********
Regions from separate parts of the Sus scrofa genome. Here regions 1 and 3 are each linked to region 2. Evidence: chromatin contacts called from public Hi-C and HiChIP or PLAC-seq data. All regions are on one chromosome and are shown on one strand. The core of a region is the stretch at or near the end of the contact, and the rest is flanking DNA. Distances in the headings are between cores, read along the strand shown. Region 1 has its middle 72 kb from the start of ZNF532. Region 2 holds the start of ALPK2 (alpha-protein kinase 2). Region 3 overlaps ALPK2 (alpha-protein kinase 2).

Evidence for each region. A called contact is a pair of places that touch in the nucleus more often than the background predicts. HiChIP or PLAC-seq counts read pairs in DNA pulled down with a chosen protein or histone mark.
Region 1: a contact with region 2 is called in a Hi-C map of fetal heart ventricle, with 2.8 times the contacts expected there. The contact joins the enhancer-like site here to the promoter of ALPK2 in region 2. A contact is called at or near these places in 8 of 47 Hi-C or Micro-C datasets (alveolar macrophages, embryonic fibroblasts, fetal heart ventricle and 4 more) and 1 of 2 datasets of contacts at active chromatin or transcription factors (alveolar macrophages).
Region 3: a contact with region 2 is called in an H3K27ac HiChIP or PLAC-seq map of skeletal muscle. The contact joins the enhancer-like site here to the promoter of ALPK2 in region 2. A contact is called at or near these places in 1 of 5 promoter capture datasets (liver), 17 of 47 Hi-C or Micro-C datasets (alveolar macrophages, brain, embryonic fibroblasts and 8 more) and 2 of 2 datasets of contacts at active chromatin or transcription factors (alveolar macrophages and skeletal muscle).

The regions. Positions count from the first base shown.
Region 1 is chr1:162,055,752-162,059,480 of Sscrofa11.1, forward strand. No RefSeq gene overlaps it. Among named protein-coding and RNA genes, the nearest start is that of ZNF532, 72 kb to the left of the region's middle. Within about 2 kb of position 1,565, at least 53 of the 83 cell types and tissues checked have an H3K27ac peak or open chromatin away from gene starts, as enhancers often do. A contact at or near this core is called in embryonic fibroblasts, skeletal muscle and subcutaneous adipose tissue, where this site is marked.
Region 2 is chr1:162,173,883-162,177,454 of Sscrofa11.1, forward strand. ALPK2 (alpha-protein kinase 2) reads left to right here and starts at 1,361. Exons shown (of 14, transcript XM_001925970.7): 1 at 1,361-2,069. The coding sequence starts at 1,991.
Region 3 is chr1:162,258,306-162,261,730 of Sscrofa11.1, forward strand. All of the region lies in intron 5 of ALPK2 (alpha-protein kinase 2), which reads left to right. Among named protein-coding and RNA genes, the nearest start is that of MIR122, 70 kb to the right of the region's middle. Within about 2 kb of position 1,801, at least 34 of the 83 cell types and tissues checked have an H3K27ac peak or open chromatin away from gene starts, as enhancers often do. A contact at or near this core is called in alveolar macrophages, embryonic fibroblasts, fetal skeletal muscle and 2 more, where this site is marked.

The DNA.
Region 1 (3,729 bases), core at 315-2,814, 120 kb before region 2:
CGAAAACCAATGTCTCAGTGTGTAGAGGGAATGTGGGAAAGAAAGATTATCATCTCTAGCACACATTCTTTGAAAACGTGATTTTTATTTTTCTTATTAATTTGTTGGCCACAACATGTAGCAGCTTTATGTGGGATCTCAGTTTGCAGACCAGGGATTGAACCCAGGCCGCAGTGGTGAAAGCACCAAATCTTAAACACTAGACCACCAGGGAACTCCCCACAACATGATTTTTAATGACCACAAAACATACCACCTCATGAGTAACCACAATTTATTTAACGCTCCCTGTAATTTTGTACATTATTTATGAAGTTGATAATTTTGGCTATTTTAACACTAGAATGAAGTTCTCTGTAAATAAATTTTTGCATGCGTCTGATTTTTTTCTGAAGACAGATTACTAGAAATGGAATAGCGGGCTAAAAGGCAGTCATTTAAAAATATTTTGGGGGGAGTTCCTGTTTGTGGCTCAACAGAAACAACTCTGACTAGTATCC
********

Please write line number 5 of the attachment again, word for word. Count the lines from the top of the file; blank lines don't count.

The regions. Positions count from the first base shown.